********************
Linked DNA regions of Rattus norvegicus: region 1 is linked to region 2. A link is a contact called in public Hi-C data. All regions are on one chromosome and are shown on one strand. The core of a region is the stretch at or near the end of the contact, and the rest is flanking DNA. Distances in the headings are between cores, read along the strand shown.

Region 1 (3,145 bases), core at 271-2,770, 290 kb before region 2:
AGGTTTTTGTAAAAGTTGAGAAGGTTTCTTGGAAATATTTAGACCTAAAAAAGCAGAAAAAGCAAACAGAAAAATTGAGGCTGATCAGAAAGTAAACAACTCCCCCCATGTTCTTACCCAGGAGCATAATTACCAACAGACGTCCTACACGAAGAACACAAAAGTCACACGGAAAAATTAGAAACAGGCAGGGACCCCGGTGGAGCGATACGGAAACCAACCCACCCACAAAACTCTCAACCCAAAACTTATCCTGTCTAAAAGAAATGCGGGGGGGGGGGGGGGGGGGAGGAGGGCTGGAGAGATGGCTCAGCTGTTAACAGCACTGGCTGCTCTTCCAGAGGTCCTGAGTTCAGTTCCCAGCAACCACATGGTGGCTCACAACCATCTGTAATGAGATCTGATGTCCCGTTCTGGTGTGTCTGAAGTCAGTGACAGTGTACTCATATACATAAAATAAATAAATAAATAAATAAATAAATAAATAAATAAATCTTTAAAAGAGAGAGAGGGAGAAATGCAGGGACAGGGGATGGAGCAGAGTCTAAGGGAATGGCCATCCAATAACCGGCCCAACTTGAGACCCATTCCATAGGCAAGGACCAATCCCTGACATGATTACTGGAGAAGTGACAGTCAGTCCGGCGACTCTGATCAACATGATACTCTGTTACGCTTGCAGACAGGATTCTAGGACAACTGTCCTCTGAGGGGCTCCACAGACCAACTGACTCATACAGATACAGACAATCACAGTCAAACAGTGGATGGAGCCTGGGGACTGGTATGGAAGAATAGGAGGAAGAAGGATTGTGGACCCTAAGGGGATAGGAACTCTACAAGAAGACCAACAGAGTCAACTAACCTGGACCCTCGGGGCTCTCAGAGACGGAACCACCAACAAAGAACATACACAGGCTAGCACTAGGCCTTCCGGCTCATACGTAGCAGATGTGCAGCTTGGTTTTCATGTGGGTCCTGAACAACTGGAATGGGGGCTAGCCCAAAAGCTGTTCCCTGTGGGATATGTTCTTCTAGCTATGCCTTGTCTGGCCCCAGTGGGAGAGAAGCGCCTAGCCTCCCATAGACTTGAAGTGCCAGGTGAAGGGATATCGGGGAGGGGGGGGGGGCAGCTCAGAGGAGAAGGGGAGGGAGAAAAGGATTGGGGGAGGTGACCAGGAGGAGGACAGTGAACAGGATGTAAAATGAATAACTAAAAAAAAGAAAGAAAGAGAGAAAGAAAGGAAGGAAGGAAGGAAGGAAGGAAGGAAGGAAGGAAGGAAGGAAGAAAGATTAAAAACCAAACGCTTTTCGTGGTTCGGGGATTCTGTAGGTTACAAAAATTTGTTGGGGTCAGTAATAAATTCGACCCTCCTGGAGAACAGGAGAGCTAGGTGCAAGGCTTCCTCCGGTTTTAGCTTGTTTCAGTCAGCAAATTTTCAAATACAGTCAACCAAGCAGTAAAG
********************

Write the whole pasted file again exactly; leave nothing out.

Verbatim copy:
Linked DNA regions of Rattus norvegicus: region 1 is linked to region 2. A link is a contact called in public Hi-C data. All regions are on one chromosome and are shown on one strand. The core of a region is the stretch at or near the end of the contact, and the rest is flanking DNA. Distances in the headings are between cores, read along the strand shown.

Region 1 (3,145 bases), core at 271-2,770, 290 kb before region 2:
AGGTTTTTGTAAAAGTTGAGAAGGTTTCTTGGAAATATTTAGACCTAAAAAAGCAGAAAAAGCAAACAGAAAAATTGAGGCTGATCAGAAAGTAAACAACTCCCCCCATGTTCTTACCCAGGAGCATAATTACCAACAGACGTCCTACACGAAGAACACAAAAGTCACACGGAAAAATTAGAAACAGGCAGGGACCCCGGTGGAGCGATACGGAAACCAACCCACCCACAAAACTCTCAACCCAAAACTTATCCTGTCTAAAAGAAATGCGGGGGGGGGGGGGGGGGGGAGGAGGGCTGGAGAGATGGCTCAGCTGTTAACAGCACTGGCTGCTCTTCCAGAGGTCCTGAGTTCAGTTCCCAGCAACCACATGGTGGCTCACAACCATCTGTAATGAGATCTGATGTCCCGTTCTGGTGTGTCTGAAGTCAGTGACAGTGTACTCATATACATAAAATAAATAAATAAATAAATAAATAAATAAATAAATAAATCTTTAAAAGAGAGAGAGGGAGAAATGCAGGGACAGGGGATGGAGCAGAGTCTAAGGGAATGGCCATCCAATAACCGGCCCAACTTGAGACCCATTCCATAGGCAAGGACCAATCCCTGACATGATTACTGGAGAAGTGACAGTCAGTCCGGCGACTCTGATCAACATGATACTCTGTTACGCTTGCAGACAGGATTCTAGGACAACTGTCCTCTGAGGGGCTCCACAGACCAACTGACTCATACAGATACAGACAATCACAGTCAAACAGTGGATGGAGCCTGGGGACTGGTATGGAAGAATAGGAGGAAGAAGGATTGTGGACCCTAAGGGGATAGGAACTCTACAAGAAGACCAACAGAGTCAACTAACCTGGACCCTCGGGGCTCTCAGAGACGGAACCACCAACAAAGAACATACACAGGCTAGCACTAGGCCTTCCGGCTCATACGTAGCAGATGTGCAGCTTGGTTTTCATGTGGGTCCTGAACAACTGGAATGGGGGCTAGCCCAAAAGCTGTTCCCTGTGGGATATGTTCTTCTAGCTATGCCTTGTCTGGCCCCAGTGGGAGAGAAGCGCCTAGCCTCCCATAGACTTGAAGTGCCAGGTGAAGGGATATCGGGGAGGGGGGGGGGGCAGCTCAGAGGAGAAGGGGAGGGAGAAAAGGATTGGGGGAGGTGACCAGGAGGAGGACAGTGAACAGGATGTAAAATGAATAACTAAAAAAAAGAAAGAAAGAGAGAAAGAAAGGAAGGAAGGAAGGAAGGAAGGAAGGAAGGAAGGAAGGAAGGAAGAAAGATTAAAAACCAAACGCTTTTCGTGGTTCGGGGATTCTGTAGGTTACAAAAATTTGTTGGGGTCAGTAATAAATTCGACCCTCCTGGAGAACAGGAGAGCTAGGTGCAAGGCTTCCTCCGGTTTTAGCTTGTTTCAGTCAGCAAATTTTCAAATACAGTCAACCAAGCAGTAAAG